Dangerous Foes: For those readers of Bowalley Road who feel disposed to dismiss any prospect of an Israeli destabilisation of New Zealand politics, the example of the United Kingdom repays close attention. Ever since the election of Jeremy Corbyn as leader of the British Labour Party, the Israelis have sanctioned, funded and ...
    5 days ago
  • Something to go to in Wellington
    Make It 16, the youth-led campaign to lower New Zealand's voting age, is holding an official campaign launch at Parliament this Friday from 16:30. If you'd like to attend, you can register using EventBrite here. ...
    No Right TurnBy Idiot/Savant
    5 days ago
  • A founding member responds to Peace Action Wellington
    by Don Franks It was a lovely sunny Wellington afternoon with blue skies above  the beaches.  In Courtenay Place, political activists packed out a stuffy upstairs room for an important meeting. The assembled pacifists, anarchists, communists and independent young radicals of Peace Action Wellington felt the need for a mission ...
    RedlineBy Admin
    5 days ago
  • “Mistakes and errors”
    Current and former NZDF top brass are being publicly grilled this week by the hit and run inquiry over their public responses to allegations of civilian casualties. Previously, they've claimed there were no casualties, a position which led them to lie to Ministers and to the public. Now, they're saying ...
    No Right TurnBy Idiot/Savant
    5 days ago
  • “Homosexuality is same-sex attraction and relationships, not heterosexuals with delusions of gende...
    by Rafael D. Quiles (gender-critical gay man from Puerto Rico) The writing on the wall is right in people’s faces and people just don’t see it or don’t want to. What could actually possess a heterosexual male to want to feminize himself and claim that he is a lesbian? Because ...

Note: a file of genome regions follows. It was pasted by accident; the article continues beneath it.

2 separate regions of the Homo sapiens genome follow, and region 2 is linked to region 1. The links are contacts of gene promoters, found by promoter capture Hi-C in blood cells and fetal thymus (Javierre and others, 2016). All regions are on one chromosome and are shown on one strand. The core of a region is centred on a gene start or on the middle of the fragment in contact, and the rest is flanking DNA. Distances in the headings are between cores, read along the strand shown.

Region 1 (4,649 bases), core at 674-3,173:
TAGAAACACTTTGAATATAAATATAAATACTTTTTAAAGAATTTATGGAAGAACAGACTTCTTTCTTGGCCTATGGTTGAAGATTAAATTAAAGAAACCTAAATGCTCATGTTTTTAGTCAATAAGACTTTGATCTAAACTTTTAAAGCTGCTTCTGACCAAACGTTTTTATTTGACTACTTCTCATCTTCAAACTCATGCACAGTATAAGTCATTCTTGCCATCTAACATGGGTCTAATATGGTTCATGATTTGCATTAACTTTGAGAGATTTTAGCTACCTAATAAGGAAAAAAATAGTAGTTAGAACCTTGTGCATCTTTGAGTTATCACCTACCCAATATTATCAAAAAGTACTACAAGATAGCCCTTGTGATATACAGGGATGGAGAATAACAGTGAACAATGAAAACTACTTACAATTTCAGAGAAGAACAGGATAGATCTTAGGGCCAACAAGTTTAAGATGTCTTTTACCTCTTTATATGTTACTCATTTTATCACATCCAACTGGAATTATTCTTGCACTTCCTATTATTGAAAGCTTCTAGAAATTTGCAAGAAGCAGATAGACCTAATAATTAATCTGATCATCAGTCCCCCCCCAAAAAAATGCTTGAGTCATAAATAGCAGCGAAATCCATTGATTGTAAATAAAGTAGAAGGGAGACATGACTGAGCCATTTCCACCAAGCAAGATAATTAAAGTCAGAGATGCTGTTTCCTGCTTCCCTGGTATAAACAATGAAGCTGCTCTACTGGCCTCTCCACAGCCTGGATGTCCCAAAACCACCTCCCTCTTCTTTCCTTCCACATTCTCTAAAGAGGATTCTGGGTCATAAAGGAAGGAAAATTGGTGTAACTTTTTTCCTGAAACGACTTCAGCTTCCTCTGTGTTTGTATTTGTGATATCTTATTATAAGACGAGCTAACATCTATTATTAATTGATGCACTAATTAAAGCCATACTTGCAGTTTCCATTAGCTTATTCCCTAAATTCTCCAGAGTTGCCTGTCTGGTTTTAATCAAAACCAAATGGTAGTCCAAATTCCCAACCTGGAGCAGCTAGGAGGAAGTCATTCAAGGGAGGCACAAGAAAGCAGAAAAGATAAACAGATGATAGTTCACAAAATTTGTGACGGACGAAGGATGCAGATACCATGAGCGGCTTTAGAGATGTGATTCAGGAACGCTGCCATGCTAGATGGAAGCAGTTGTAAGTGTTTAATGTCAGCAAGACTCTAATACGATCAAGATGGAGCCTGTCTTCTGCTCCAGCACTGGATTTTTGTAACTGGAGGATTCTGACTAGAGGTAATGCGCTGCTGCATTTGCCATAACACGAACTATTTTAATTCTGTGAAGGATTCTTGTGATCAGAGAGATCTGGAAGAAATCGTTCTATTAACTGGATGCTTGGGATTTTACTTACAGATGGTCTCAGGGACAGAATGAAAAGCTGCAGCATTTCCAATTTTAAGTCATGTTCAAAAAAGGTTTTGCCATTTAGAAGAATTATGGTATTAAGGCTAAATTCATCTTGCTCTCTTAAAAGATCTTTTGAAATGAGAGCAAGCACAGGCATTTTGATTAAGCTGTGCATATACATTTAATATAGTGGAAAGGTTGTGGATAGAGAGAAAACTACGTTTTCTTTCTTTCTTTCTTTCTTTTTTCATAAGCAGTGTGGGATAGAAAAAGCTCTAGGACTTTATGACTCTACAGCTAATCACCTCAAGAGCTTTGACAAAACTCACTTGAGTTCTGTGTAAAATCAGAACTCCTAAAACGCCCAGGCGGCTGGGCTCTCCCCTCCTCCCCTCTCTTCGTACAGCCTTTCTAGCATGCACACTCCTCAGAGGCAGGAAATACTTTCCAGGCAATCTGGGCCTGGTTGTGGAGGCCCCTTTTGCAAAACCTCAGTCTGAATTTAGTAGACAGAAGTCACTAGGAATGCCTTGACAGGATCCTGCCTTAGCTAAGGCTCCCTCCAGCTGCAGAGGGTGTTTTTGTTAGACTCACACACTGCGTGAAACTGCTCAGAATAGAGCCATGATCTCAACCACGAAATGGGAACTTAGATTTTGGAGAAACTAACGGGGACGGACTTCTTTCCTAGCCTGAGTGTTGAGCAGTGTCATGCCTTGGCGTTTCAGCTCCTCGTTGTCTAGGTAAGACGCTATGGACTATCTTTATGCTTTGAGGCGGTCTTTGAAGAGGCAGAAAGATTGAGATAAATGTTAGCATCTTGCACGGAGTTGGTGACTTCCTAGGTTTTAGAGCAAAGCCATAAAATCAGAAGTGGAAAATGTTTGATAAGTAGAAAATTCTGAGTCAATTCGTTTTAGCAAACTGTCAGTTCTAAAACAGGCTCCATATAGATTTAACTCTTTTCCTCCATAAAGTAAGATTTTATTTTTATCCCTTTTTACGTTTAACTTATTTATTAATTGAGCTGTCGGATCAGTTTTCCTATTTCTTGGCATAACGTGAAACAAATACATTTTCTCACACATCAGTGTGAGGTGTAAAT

RedlineBy Admin
    6 days ago
  • Trump: “Where’s my favourite dictator?”
    From the Wall Street Journal:Inside a room of the ornately decorated Hotel du Palais during last month’s Group of Seven summit in Biarritz, France, President Trump awaited a meeting with Egyptian President Abdel Fattah Al Sisi. Mr. Trump looked over a gathering of American and Egyptian officials and called out in ...
    6 days ago
  • Magdalen Burns, 1983-2019, fighter for women’s liberation
    by the Redline blog collective At Redline we are very saddened to hear of the death of Magdalen Burns who passed away on the morning of Friday, September 13 (British time). Magdalen was a great fighter for the rights of women in general and lesbian women in particular, a defender ...
    RedlineBy Admin
    7 days ago
  • Parliament and the Executive
    The Brexit issue has certainly brought with it a series of apparently difficult constitutional issues, many of them concerning the respective roles of the executive and parliament. Most of them arise because of the unwillingness of MPs, despite their professions to the contrary, to be bound by a constitutional rarity ...
    Bryan GouldBy Bryan Gould
    1 week ago
  • The Abigail Article; Martyn Bradbury’s Article, and My Response